Agrochemical giants are increasingly interested in the development and production of biological products to protect important crops, but which plant will be the first to give competitive raw materials?
Chemical pesticides have been recognized as an integral part of the global food industry for decades.
Since the advent of Monsanto in the 1970s, glyphosate-based plant protection agents have helped increase and secure global food supplies.
This chemical has become so indispensable for the agricultural industry that its simultaneous removal from the modern agricultural system potentially carries the risk of starvation. However, the negative public insistence on the use of glyphosate, fueled by eco-activists (they blame glyphosate for the possible occurrence of oncology in humans), is a powerful tool for pressure on regulatory authorities to find safer alternatives with the subsequent banning of glyphosate.
Analysts believe that such a development - the withdrawal of glyphosate from the markets - is quite real.
France and Germany plan to ban the use of glyphosate by 2021 and 2023, while other countries are likely to soon follow suit. Given the fact that many of the alternatives are under development and remain in the testing phase, the massive prohibitions on the world's most widely used herbicide will “sideways,” experts warn.
There remains hope for those very large agrochemical companies with scientific personnel and finances for promptly offering farmers truly safe natural plant protection products with consistently proven effectiveness. There are definitely benefits for biopesticide manufacturers.
The current biopesticides market is valued at $ 3,6 billion, and is expected to grow to $ 2025 billion by 10,2. Moreover, according to experts, the competition of biological products with agrochemicals is possible provided that they will have the same effects as traditional synthetic products. If in small-scale organic production at relatively small agricultural plots, farmers are ready to stake part of the crop in the name of the idea of obtaining eco-crops, then at the scale of large crop holdings, agronomists are unlikely to accept responsibility for the harvest loss due to diseases or pests.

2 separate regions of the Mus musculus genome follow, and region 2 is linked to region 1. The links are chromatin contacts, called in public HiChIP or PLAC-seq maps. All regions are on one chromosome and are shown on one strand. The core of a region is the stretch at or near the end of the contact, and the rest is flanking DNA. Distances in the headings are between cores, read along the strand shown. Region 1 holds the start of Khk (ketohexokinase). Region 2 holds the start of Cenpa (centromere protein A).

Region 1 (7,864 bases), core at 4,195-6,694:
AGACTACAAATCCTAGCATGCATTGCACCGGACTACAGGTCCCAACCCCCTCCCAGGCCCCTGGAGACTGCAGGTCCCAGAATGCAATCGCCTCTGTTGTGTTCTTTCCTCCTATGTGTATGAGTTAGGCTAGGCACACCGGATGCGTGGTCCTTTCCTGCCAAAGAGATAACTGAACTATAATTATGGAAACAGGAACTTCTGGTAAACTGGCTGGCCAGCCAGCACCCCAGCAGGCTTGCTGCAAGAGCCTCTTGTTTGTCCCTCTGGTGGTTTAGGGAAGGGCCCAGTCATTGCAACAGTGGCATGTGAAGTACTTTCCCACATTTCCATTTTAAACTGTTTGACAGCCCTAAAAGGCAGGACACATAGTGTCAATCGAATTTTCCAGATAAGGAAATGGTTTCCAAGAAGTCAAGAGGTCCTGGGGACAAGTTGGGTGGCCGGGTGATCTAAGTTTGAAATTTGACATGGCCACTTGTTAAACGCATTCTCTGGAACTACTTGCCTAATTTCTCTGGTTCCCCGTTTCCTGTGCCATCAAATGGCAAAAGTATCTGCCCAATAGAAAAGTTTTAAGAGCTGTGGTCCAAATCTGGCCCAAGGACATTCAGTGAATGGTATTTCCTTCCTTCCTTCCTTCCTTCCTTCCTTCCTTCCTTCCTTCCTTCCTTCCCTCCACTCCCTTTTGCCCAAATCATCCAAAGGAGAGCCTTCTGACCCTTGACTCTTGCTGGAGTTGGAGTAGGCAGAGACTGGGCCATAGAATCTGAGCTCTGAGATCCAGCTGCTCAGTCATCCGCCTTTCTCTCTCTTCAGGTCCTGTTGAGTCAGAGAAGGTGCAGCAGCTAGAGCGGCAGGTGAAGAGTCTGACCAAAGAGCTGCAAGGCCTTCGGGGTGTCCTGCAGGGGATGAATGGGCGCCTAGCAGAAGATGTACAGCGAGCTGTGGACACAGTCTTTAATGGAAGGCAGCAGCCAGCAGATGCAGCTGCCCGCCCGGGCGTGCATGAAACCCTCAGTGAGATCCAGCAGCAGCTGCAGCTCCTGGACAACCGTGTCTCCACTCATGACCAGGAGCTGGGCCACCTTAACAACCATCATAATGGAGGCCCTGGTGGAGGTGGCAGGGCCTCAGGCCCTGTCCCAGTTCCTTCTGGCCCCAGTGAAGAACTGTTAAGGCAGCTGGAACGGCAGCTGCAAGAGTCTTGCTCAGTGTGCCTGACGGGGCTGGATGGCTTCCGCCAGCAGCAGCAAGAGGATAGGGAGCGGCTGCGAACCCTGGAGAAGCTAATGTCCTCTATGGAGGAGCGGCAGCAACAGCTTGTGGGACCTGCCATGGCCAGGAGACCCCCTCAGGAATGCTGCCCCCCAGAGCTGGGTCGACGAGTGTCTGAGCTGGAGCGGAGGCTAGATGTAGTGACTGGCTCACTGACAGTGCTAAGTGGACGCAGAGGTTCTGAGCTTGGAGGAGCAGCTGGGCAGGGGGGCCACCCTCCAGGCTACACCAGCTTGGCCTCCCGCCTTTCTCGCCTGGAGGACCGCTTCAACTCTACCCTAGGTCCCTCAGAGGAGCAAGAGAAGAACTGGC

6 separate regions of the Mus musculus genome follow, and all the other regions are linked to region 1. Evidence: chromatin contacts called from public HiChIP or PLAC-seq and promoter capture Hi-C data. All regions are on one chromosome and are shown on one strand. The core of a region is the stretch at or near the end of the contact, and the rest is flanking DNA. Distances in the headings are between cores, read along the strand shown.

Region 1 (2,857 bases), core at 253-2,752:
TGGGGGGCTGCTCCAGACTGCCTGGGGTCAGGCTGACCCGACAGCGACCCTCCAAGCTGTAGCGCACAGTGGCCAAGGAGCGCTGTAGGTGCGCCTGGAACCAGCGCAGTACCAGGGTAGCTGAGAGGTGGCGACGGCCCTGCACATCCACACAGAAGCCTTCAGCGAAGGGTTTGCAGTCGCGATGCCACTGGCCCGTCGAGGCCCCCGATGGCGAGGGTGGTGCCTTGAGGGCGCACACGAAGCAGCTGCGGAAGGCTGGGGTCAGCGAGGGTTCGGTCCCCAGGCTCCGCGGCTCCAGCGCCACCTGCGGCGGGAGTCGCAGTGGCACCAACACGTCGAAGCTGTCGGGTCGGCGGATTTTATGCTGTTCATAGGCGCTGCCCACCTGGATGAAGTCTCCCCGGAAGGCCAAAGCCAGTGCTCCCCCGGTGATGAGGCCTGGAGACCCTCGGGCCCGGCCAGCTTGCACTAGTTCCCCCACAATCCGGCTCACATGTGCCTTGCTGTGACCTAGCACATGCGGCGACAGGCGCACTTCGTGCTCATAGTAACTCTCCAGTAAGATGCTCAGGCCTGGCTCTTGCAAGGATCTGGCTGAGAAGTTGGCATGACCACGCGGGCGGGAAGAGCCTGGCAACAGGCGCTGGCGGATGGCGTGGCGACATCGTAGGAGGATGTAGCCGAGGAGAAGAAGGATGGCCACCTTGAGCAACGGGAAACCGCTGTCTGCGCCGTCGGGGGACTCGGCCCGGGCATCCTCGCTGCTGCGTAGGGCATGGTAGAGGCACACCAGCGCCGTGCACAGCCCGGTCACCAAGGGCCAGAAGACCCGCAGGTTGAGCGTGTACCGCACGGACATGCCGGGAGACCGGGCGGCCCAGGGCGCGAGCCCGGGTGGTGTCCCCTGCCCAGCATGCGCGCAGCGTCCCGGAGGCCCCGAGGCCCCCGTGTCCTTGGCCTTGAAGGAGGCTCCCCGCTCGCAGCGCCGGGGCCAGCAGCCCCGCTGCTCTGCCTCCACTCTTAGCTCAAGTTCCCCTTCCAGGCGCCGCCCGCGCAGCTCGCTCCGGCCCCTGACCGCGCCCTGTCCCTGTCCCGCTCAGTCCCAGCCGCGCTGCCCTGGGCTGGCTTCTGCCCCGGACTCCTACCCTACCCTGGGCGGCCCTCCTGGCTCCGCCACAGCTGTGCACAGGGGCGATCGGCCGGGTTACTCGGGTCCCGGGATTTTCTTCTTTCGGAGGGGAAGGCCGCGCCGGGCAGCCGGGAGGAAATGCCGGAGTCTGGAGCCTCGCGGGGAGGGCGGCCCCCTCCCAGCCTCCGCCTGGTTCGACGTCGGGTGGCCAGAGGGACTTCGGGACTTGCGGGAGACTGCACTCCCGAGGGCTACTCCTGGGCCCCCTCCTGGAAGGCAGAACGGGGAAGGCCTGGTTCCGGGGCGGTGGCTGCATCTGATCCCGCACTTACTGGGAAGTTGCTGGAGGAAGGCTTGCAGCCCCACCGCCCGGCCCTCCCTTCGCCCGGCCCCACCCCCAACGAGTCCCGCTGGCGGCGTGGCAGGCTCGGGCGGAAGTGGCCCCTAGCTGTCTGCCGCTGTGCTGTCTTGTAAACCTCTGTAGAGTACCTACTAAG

Agrochemical company Syngenta recently announced that it is actively researching natural pesticides to fill this gap in market demand. However, the company did not announce the exact release date.
Bayer launched its first Serenade biofungicide in China. Due to symbiosis on the periphery of the roots, this product is able to create a protective barrier around the root of the plants. Helping plants absorb more effective nutrients from the soil, it also allows the root system to grow more vigorously and enhances plant immunity, which reduces the risk of disease. The Serenade contains QST713, a biocontrol microorganism that is gram-positive, rod-shaped bacteria that are widespread in a variety of habitats. The microorganism boasts strong stress resistance, widespread on the surface of the soil and plants. At the same time, the endophyte species is non-toxic and harmless to humans, livestock and the environment.
As a promising raw material for the production of biopesticides, products derived from mustard seeds are often considered. Scientists note that these are the most well-studied drugs with documented positive results from the use of vegetables, fruit crops and tobacco plants. Therefore, it is possible that mustard plant protection agents will be the first to compete with biopesticides (Based on an article by Colin Blecki, COO at MustGrow Biologics Corp, Canada).